T.T. unsuccessfully challenges the findings at the grounds phase and the dispositional order terminating his parental rights to his four children.
At the grounds phase, the circuit court found that the state had proved both continuing CHIPS and failure to assume parental responsibility. The court of appeals affirms this conclusion, rejecting T.T.’s challenges in a fact-intensive discussion of the evidence presented at the grounds hearing and applying the deferential standard of review governing the lower court’s fact-finding and assessment of credibility. (¶¶10-20).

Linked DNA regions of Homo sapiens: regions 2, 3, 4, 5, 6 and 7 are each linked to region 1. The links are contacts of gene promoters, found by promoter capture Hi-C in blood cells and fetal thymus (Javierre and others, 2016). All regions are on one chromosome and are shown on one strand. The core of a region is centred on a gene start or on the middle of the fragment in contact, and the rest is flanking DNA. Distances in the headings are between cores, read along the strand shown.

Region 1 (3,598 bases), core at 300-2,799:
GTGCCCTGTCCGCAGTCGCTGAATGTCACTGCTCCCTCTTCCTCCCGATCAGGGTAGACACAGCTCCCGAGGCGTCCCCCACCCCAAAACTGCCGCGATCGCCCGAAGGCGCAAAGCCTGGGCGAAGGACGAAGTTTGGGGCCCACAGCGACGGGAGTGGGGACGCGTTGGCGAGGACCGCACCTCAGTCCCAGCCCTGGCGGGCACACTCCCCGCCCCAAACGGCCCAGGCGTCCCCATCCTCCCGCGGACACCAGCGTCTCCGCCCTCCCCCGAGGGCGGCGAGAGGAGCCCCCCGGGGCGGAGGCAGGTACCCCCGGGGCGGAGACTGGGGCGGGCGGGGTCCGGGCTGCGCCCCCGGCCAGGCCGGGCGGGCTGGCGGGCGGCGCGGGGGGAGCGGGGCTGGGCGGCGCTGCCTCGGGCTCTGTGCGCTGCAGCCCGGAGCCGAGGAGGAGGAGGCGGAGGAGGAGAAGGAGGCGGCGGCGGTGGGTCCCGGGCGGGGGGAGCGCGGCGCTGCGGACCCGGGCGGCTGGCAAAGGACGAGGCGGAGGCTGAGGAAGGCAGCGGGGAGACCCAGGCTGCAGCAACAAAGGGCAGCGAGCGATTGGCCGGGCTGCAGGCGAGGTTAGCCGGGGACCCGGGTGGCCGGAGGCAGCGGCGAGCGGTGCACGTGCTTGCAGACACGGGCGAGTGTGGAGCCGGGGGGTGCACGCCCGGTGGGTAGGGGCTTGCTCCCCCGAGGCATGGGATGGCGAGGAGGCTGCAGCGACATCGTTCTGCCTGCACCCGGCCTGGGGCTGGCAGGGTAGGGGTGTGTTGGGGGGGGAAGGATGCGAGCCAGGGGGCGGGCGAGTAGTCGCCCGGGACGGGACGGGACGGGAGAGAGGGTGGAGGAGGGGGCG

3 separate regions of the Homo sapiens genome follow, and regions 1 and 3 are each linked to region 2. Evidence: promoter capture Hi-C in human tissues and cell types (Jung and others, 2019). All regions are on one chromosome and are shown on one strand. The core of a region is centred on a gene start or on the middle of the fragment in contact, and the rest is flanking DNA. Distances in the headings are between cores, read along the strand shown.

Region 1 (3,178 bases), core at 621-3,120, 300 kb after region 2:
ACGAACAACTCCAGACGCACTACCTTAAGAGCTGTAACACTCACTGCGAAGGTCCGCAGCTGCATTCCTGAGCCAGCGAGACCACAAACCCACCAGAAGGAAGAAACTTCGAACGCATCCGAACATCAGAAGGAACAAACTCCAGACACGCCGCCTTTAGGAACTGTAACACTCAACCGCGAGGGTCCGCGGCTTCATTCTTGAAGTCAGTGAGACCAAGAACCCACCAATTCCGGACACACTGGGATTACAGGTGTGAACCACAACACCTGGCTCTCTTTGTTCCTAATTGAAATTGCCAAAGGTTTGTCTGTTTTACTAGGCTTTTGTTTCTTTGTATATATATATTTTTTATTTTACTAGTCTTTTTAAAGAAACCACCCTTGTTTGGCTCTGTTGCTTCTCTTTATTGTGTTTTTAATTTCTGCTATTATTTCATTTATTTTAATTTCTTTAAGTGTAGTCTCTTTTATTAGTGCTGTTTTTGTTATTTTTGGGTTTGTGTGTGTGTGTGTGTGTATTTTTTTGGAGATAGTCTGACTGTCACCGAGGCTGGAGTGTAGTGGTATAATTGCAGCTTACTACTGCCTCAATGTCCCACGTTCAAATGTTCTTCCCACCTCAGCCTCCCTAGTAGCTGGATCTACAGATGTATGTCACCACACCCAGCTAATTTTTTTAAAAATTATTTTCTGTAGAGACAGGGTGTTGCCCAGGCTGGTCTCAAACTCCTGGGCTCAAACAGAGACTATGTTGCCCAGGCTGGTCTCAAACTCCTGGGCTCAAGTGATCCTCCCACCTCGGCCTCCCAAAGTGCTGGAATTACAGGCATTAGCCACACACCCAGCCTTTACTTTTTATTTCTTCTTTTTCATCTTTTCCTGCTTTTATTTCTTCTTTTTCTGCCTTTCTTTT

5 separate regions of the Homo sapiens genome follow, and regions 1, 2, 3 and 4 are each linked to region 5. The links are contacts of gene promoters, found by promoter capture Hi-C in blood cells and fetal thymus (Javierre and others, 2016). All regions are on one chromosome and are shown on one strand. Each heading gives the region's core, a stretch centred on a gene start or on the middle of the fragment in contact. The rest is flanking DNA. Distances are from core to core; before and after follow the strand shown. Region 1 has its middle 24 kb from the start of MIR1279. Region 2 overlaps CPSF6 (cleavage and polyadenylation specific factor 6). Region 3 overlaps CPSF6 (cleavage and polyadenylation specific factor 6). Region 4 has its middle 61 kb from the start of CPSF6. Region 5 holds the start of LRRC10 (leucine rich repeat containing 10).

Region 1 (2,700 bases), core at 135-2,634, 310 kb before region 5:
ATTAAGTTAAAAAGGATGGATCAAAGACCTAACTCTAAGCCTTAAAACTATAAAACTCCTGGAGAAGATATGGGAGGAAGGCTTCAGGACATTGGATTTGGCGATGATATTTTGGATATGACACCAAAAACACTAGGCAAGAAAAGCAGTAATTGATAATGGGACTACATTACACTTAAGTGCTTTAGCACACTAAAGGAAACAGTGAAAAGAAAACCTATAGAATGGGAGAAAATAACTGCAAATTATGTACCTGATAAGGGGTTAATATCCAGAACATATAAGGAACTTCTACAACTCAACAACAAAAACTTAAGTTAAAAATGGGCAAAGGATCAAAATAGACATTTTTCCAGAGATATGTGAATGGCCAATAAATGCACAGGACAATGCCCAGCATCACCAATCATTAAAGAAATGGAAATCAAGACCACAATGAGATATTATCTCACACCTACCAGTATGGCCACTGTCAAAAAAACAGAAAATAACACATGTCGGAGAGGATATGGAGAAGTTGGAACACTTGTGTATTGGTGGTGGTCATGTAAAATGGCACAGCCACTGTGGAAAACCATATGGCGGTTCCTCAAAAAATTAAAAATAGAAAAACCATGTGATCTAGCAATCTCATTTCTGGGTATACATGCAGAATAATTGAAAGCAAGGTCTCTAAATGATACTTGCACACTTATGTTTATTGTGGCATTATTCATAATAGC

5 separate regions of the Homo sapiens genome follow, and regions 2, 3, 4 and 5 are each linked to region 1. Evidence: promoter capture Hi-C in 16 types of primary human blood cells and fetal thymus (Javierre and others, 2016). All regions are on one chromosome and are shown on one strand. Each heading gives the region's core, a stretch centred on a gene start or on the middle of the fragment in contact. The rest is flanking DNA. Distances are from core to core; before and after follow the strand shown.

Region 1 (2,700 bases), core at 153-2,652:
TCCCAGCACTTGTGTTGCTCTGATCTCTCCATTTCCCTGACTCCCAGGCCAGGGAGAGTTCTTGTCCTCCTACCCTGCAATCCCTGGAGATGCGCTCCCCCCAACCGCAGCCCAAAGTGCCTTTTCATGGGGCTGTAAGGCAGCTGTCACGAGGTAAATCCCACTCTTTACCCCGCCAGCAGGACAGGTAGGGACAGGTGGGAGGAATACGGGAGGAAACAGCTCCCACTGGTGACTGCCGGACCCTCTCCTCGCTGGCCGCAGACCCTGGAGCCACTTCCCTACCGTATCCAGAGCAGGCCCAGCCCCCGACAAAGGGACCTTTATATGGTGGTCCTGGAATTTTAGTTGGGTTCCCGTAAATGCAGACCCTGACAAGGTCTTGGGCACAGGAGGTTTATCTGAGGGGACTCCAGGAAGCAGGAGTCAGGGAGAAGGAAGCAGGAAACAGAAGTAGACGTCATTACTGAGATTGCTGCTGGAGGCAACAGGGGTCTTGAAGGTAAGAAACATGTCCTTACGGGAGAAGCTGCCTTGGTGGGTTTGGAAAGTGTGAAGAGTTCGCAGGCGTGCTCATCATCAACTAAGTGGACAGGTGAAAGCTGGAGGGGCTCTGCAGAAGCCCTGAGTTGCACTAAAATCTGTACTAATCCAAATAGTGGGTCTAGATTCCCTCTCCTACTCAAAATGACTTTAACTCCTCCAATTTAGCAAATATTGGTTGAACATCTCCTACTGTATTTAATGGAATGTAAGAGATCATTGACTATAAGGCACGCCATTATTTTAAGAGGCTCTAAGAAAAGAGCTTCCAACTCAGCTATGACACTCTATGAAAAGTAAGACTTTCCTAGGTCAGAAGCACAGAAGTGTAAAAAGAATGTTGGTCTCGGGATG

As to the dispositional hearing, T.T. argues the court erroneously exercised its discretion in weighing the factors under § 48.426(3). In particular, T.T. says the circuit court put undue emphasis on his incarceration to find T.T. hadn’t developed a substantial relationship with his children when, in fact, he had developed a substantial relationship with them before being incarcerated. But the circuit court rejected T.T.’s claim he developed a substantial relationship before his incarceration, so it didn’t improperly emphasize his incarceration. (¶¶21-24). The record also shows the circuit court properly considered the other relevant factors. (¶¶25-27).